Lula Bowman has finally achieved her dream: a teaching position and a scholarship to continue her college education in mathematics. But then a shocking phone call from her sister, Jewel, changes everything.
With a heavy heart, Lula returns to her Oklahoma hometown to do right by her sister, but the only teaching job available in Dunn is combination music instructor/basketball coach. Lula doesn’t even consider those real subjects!
Determined to prove herself, Lula commits to covering the job for the rest of the school year. Reluctantly, she turns to the boys’ coach, Chet, to learn the newfangled game of basketball. Chet is handsome and single, but Lula has no plans to fall for a local boy. She’s returning to college and her scholarship as soon as she gets Jewel back on her feet.
However, the more time she spends around Jewel’s family, the girls’ basketball team, music classes, and Chet, the more Lula comes to realize what she’s given up in her single-minded pursuit of degree after degree. God is working on her heart, and her future is starting to look a lot different than she’d expected.
It’s difficult to believe that Playing by Heart is only Anne Mateer’s fourth novel. Once again, she has taken us back to the early 20th century Midwest, and this time we stop in the imaginary town of Dunn, Oklahoma. It’s a small town, where everyone knows each other, and where Lula can’t escape her past reputation as Fruity Lu. She was known to be flighty, unable to stick with anything and not to be taken seriously. Now, she’s not only expected to teach music to high school students but to also coach the girls’ basketball team after the previous coach goes off to fight in World War One. Meanwhile, Chet’s family moved to Dunn to escape a shameful past. His brother has been drafted and the siblings have agreed that Chet should stay home to look after their widowed mother.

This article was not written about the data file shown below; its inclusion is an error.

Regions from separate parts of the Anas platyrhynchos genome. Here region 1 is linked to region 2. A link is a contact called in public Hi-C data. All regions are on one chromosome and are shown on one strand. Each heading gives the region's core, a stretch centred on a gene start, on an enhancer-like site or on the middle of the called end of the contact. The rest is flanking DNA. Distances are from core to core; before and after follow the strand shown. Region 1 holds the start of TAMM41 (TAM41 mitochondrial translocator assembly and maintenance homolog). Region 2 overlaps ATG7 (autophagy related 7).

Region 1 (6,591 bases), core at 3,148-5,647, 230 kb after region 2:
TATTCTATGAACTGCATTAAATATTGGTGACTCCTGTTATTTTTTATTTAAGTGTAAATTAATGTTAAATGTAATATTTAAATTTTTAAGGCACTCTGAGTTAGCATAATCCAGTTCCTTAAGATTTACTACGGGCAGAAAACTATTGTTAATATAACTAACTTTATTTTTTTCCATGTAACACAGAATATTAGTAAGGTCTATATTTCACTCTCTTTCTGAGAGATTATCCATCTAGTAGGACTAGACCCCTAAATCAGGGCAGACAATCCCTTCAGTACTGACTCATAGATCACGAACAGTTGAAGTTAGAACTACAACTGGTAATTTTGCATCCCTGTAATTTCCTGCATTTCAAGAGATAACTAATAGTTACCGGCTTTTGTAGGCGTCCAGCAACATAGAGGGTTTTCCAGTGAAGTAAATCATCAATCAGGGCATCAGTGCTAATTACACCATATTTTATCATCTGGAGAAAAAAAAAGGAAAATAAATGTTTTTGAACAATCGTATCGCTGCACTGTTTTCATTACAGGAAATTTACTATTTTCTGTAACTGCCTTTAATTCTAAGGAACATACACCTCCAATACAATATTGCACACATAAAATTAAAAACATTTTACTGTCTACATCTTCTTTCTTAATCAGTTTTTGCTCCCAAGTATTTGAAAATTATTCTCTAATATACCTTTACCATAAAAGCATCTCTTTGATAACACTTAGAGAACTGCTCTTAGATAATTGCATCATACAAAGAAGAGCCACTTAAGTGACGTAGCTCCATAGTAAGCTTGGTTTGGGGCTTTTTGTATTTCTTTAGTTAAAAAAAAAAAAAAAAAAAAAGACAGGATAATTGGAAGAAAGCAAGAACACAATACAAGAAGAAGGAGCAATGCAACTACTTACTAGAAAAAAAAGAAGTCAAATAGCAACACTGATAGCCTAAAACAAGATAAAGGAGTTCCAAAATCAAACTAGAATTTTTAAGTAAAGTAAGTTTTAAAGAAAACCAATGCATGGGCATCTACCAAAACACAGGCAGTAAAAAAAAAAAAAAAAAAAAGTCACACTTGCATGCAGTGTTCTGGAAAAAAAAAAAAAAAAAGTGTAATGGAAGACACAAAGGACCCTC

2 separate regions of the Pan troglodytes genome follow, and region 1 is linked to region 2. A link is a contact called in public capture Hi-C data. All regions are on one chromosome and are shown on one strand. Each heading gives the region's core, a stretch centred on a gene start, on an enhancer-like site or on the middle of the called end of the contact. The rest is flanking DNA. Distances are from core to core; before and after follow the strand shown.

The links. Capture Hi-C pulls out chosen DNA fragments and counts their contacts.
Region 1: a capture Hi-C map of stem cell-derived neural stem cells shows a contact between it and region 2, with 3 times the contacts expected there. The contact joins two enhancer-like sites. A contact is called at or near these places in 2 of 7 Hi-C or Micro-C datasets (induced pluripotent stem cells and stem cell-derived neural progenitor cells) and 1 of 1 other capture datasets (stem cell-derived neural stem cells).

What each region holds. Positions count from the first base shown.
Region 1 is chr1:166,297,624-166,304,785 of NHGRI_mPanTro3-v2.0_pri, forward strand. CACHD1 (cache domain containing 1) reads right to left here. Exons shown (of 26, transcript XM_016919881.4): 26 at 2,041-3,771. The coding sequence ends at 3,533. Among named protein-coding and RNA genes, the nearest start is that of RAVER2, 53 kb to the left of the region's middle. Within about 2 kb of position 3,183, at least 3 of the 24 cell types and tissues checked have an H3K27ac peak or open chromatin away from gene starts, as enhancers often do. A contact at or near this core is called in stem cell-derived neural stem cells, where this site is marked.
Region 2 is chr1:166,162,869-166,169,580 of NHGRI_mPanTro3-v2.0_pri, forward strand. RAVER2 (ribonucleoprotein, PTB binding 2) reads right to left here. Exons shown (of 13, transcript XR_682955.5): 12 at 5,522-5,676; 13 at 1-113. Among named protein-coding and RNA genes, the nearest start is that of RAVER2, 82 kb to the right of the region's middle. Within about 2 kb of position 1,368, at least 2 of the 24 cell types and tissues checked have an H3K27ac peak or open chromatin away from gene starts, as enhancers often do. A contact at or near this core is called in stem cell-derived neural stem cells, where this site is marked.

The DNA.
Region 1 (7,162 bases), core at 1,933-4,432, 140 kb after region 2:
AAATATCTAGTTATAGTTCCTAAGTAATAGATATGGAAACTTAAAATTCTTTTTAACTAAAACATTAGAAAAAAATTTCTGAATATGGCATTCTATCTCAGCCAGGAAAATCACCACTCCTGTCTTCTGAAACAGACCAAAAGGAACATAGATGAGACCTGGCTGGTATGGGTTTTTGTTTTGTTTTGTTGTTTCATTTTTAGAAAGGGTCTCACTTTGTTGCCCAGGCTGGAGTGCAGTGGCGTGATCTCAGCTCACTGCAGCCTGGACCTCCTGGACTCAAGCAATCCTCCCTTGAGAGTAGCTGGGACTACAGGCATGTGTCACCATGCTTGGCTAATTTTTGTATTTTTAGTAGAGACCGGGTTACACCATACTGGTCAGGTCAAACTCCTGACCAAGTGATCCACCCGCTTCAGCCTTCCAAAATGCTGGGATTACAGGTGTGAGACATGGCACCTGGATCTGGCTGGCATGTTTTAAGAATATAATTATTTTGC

Dunn’s inhabitants are characters of various beliefs, strengths, and weaknesses. They are male and female, young and old. Lula’s older siblings aren’t supportive of her attending college, a common opinion of the time. Chet’s mother thinks her son is a coward because he won’t leave to fight and throws herself into Red Cross activities. The high school principal has a particular code of conduct for female teachers, but also needs female teachers as he loses the male ones to the war. The students have similar issues to their modern day counterparts: conflicts with parents, struggles with certain subjects, and teen romances.
In Playing by Heart, Mateer has created a believable town with realistic scenarios. It draws you in and keeps you interested. It’s a fascinating snapshot of time in small town America in 1918 and gives the reader an idea of how their closest ancestors lived during that period. After just four books, I’m a firm fan of Anne Mateer and I hope you become one as well.
Thank you to Bethany House for my complimentary electronic copy of Playing by Heart, which I downloaded from NetGalley. No review was required.
Do you plan to read Playing by Heart? Let me know your thoughts.
Publisher: Bethany House
Publication Date: 16 September 2014
Page Count: 320